In the aftermath of so many Black Friday and Cyber Monday sales deals, it seems that some companies are definitely expecting to see more shiny, sharp new UHD displays sitting around in peoples’ households. Perhaps in part for this reason, YouTube has decided to let users stream both normal aspect ratio and 360 degree video content in ultra HD live even.
YouTube’s biggest competitor in the live streaming landscape right now is an Amazon-owneed company called Twitch. However, least so far, Twitch lacks the bandwidth infrastructure necessary for letting users conduct live 4K video streams since they require far more Mbps than native Full HD video streams. YouTube doesn’t quite have this same infrastructure problem since it’s a child of bandwidth-invested Google and as such it will be allowing live 4K streaming to at least some of its hundreds of millions of users.
Twitch users are limited to live streams of about 3.5Mbps, and while this is enough for 1080p video feeds, it comes nowhere near the 10 or more Mbps of bandwidth needed for basic compressed 4K streaming. Thus, Google/Youtube has ebaten Twitch to the punch on UHD live streaming and is likely hoping to see more Twitch users shift away from their existence service as a result.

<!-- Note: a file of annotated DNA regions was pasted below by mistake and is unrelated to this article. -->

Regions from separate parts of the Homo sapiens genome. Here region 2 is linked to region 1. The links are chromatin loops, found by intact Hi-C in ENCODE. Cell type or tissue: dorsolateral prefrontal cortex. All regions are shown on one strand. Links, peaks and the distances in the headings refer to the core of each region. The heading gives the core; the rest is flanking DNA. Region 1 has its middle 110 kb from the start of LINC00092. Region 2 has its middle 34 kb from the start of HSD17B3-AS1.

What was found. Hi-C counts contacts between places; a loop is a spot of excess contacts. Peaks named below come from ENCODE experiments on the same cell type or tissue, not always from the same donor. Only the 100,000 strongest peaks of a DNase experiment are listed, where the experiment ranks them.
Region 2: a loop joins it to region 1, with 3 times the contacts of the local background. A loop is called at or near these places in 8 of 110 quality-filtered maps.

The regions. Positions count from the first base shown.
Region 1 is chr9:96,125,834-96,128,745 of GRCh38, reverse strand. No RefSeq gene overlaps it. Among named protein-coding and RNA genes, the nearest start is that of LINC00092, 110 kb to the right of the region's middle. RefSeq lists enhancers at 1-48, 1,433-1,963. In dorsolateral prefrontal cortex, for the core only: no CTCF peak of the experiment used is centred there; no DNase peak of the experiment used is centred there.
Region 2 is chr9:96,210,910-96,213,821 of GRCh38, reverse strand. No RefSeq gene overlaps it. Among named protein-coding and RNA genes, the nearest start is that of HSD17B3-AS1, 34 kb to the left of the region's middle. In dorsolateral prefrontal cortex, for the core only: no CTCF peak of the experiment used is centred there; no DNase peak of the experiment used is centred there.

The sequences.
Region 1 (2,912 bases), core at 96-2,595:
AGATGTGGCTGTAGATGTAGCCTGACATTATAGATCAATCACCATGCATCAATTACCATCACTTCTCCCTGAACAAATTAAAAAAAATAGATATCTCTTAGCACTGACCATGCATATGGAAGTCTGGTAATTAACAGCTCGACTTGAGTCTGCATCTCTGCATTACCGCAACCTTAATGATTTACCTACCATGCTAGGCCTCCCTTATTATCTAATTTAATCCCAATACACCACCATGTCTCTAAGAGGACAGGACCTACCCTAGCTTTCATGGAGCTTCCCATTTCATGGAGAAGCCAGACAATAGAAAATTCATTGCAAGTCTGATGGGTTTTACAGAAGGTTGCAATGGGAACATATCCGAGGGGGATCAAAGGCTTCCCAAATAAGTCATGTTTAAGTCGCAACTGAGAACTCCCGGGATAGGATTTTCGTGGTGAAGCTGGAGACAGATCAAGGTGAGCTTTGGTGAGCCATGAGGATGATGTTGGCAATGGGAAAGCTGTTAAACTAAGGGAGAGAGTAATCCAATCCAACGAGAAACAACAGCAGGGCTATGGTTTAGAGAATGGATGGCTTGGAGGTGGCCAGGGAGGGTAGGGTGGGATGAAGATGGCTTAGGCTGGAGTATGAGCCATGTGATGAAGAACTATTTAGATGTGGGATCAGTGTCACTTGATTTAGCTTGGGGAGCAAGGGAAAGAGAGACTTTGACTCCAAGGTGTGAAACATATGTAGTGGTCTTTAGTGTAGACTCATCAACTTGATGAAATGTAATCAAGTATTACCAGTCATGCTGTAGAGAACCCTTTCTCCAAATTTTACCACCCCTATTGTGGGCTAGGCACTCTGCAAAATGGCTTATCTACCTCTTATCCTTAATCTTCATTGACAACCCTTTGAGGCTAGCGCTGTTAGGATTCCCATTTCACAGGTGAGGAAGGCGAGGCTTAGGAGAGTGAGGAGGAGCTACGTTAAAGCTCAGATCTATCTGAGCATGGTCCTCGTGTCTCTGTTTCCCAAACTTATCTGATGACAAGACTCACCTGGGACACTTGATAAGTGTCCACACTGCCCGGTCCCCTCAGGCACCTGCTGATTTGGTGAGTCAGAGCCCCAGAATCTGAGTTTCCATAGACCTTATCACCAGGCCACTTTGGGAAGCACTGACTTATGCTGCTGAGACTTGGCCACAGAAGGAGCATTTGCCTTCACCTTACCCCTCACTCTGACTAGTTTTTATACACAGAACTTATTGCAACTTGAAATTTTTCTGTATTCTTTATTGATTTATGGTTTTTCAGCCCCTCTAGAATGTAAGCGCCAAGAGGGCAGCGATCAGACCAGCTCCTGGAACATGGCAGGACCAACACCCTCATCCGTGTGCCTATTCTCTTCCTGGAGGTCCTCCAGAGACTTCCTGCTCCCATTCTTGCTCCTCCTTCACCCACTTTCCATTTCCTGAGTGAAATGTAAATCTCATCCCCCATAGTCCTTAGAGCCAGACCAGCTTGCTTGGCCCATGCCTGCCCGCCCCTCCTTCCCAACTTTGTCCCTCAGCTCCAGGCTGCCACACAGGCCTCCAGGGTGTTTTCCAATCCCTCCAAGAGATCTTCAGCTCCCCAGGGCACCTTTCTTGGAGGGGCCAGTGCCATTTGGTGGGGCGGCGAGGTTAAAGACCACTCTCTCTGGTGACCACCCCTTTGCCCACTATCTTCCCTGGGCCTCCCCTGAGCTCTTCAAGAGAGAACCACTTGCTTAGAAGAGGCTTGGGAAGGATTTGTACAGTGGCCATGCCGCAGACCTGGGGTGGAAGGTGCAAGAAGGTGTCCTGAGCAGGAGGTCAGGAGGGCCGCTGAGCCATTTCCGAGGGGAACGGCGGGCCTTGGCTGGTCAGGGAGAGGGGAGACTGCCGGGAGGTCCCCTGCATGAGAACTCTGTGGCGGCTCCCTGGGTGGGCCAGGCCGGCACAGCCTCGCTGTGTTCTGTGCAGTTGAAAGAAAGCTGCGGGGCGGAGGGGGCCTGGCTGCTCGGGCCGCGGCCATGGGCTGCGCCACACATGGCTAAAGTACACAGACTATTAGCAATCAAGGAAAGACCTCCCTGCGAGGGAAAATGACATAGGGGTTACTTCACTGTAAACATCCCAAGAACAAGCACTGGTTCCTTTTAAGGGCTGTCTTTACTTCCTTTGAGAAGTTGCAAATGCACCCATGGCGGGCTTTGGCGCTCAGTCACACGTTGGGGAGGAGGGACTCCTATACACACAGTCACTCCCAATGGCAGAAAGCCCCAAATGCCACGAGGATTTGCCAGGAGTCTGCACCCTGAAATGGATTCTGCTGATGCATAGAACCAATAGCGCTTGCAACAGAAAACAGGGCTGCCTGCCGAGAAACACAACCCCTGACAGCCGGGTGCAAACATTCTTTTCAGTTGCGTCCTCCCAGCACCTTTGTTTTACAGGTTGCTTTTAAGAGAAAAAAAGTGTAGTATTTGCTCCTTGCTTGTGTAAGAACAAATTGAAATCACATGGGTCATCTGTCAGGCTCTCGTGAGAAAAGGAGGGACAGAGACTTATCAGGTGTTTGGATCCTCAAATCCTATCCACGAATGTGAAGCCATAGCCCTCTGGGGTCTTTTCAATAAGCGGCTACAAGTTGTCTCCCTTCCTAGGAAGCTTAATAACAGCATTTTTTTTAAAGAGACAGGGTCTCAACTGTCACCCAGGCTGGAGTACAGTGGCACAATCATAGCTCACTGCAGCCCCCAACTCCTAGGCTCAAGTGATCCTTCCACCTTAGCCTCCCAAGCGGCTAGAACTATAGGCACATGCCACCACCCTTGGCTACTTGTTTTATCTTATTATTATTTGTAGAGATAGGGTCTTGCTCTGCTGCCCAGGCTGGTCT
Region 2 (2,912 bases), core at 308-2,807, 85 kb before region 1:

YouTube’s live streaming service, according to the company’s own announcement on the GoogleBlog, will allow for live broadcasting at 60 frames per second in both standard format and 360-degree display formats. This comes just a few weeks after Google also added 4K HDR support to ultra HD videos on YouTube. Content creators with YouTube Channels can start live streaming their 4K HDR video creations already and viewers can also watch them as of now, assuming they own a 4K TV and have enough internet bandwidth coming to their homes for 4K UHD streaming of content.
The new 4K live streaming allows for UHD gamers to stream their moves in live 4K
Google has also live streamed the entire “The Game Awards” show in live 4K with HDR to give a demonstration of what their new 4K live streaming service looks like. This was done today at 8:30pm Eastern Time.
For now, only 4K UHD TVs and a limited range of 4K PC devices can display streamed 4K UHD content and HDR formatting but this will drastically change in 2017 for non-TV display devices, which will increasingly feature 4K resolution.
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